2018-01-31 / Gardening Tips

Hazard Tree Diagnosis Part 2

By Bob Beyfuss

Last week I wrote about the difficulties in determining whether or not a tree presents a hazard to people or property. This week I will tell you how to recognize a few “red flags” that should allow you to get a better idea if there is a problem. I received several emails from people who had tree disasters that they did not see coming at all.

Since plants lack speech to tell you if they have health problems, diagnosing their health requires you to understand a bit about tree physiology and perhaps even a little about physics. Most people realize that a dead branch, or even a branch with very few healthy leaves is a sign that something is not right.

When seemingly healthy branches break off and fall, the tree owner usually sees that there was significant internal decay in the center of those branches and that decay usually has spread upward and downward from the trunk. Trees cannot heal wounds or cure internal fungal infections that cause rot. They respond to these problems by walling off tissue that surrounds the wound or internal decay.

Growing a new trunk

Trees will literally try to grow a new trunk around the decayed or dead tissue. This results in a bulge that is not obvious to an untrained eye. Any unusual swelling of a trunk or branch usually indicates internal decay. This may be easily confirmed by using a long length, but small diameter, drill bit to drill into the suspect area. A variable speed drill that allows a slow penetration makes this a bit easier. If the drill sawdust is a uniform white all the way through the branch or trunk, there is no decay in that particular spot. If the sawdust is brown or black and moist, there is decay present. If the drill suddenly hits a hollow spot, that will also be obvious.

Of course it is not a great idea to drill lots of holes in your tree, looking for decay, but healthy trees can quickly seal off these small diameter holes with little damage. Columns of decay in trees spread vertically much more so than laterally. The decay follows the top and bottoms of xylem vessels (water conducting tubes) which act much like long, skinny, straws that are perforated at top and bottom. The side walls of xylem cells are much more resistant to decay and tend to keep the infection from spreading laterally. A good place to look for internal decay is directly above and below where a branch has broken off, or where there is an obvious scar on the tree trunk. Look for a bulge and start drilling!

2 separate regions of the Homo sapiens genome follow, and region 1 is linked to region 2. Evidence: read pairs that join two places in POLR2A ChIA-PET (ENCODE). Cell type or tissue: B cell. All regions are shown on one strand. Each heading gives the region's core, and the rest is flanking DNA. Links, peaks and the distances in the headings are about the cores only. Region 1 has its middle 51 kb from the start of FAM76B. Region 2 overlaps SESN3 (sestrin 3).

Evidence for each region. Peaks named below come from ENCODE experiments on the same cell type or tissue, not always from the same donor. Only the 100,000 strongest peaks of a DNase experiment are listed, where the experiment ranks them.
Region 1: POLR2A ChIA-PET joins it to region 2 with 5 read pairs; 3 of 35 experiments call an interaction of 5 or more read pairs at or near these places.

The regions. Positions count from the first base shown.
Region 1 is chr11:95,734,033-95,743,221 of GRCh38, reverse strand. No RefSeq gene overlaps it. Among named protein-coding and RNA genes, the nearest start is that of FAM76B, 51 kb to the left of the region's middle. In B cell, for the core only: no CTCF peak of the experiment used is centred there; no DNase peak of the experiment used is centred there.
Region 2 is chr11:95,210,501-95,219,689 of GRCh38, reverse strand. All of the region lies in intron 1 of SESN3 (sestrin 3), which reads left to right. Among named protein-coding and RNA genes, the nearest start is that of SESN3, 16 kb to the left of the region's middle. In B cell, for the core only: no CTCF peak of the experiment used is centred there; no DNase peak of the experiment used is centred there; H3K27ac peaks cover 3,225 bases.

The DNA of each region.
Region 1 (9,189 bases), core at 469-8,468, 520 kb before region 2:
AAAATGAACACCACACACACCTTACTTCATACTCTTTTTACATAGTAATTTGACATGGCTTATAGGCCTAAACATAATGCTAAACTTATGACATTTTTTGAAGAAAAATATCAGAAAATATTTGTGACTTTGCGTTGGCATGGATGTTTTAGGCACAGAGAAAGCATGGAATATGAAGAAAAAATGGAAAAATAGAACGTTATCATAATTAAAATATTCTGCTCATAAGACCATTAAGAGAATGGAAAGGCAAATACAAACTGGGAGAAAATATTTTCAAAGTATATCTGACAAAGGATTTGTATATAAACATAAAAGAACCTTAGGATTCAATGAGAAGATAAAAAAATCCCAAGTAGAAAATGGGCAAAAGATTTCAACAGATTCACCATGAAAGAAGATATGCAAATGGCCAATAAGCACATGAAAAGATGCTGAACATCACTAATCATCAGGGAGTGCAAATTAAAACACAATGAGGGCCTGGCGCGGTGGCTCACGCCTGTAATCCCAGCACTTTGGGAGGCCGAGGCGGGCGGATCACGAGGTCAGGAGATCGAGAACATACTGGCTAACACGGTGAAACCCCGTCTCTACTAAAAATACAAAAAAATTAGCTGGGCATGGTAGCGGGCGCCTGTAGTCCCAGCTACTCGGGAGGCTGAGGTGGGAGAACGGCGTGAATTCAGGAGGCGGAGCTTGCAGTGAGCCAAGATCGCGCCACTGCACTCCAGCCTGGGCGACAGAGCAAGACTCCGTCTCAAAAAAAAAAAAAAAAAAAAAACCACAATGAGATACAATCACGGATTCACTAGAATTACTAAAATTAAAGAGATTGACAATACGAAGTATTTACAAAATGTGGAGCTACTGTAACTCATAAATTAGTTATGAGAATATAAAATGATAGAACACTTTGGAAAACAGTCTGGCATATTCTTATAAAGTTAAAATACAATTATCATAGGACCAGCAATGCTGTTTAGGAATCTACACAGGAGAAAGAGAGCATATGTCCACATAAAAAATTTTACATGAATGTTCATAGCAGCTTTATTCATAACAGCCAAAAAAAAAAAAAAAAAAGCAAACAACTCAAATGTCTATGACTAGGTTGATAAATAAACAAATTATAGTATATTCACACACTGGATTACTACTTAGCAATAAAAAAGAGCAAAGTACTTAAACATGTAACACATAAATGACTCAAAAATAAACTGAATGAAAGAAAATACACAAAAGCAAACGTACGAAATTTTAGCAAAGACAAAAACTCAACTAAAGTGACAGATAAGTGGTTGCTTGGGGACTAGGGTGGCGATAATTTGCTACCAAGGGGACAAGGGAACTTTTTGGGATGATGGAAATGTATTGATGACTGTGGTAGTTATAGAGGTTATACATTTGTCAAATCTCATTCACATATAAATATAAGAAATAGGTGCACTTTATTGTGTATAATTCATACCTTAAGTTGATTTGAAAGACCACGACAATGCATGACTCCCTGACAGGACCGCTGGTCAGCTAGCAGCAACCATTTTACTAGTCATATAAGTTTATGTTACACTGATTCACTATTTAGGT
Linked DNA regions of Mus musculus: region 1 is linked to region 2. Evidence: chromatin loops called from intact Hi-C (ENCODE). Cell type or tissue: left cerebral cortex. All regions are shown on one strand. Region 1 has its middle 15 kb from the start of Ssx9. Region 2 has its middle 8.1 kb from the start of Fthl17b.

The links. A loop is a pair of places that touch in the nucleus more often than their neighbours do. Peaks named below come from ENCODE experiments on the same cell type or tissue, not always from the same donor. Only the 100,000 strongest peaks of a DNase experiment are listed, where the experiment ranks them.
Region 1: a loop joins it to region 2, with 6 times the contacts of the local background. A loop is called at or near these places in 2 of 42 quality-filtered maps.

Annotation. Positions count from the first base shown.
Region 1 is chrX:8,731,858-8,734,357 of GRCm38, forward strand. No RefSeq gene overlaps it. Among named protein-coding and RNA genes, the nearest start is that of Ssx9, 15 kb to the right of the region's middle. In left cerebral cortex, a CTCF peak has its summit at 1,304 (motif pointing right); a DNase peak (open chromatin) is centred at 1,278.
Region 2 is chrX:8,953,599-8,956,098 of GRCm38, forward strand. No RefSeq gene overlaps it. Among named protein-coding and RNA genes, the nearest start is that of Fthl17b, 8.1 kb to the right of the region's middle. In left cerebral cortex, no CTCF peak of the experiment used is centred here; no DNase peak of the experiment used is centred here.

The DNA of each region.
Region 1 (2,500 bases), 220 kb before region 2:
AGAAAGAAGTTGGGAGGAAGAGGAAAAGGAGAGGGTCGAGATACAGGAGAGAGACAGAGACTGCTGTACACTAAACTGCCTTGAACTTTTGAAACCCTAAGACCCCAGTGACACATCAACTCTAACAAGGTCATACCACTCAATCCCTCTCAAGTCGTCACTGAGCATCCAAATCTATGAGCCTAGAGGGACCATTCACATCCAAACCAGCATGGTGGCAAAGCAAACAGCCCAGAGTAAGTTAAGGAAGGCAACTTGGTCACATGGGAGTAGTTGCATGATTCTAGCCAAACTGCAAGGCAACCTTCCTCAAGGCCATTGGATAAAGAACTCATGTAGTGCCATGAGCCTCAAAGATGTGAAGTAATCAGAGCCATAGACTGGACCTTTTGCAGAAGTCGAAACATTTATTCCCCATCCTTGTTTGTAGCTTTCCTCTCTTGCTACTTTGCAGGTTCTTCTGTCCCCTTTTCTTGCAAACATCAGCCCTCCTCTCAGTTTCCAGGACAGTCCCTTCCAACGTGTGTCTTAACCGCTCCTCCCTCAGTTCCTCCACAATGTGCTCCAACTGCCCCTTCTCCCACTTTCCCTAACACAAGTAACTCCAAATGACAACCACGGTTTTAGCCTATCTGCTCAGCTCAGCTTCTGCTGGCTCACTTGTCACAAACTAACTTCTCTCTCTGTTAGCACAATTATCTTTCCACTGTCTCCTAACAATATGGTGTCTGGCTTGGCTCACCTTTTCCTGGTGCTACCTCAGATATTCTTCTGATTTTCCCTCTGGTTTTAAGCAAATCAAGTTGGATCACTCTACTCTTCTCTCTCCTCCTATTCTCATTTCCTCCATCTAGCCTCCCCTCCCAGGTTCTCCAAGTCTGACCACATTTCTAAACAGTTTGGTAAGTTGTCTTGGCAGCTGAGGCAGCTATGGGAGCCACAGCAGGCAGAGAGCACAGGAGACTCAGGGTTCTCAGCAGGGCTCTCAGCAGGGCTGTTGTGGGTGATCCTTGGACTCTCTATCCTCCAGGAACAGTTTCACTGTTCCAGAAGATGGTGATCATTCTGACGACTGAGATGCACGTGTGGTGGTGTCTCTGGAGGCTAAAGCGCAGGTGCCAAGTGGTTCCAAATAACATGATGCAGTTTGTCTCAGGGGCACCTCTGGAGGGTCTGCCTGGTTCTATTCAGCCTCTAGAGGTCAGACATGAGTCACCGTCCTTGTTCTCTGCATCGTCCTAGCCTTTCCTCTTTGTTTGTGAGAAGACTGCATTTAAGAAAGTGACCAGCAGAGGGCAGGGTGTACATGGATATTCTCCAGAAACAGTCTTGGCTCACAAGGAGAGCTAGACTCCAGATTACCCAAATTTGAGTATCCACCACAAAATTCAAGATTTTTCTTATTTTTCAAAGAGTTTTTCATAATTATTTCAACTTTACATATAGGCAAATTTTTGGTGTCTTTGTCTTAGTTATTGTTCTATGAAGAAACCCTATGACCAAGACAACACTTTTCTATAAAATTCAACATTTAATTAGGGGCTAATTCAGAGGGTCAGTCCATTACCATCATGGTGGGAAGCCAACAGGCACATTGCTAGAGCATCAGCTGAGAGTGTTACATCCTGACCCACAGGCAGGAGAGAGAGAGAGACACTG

Other signs of decay

Other signs of internal decay are fungal fruiting bodies (woody mushrooms) growing out of the trunk or at the very base of the tree. These “bracket” fungi always indicate internal decay and are therefore “red flags”. If the tree has plants growing out of a crotch where two or more branches arise, this too indicates decay and is another red flag.

Narrow crotch angles, such as you would see if you use your index and middle finger to make a “V” sign (or a “peace” sign to aging hippies) present a long term problem. As each of the “fingers” grows wider over the years, it pushes on the other and may cause that crotch to split open, especially if either or both branches has some internal decay. Structurally, a crotch angle that resemble the angle formed by extending your thumb and middle finger as wide as possible, will allow each of the branches to grow thicker without pushing on the other branch.

The worst type of failure is when an entire tree falls over and crushes something important, like your house, car or your garage. Although this may appear to happen spontaneously, there are usually clues before it happens. If you notice that your entire tree appears to be “listing” or leaning to one side or another, even slightly, carefully examine the ground on the opposite side of the “list”. If the ground appears raised up, even just a few inches, this is a serious red flag, as it indicates that the roots are on that side are rotted and can no longer support the weight of the leaning tree.

Next week I will discuss some ways to address these issues.

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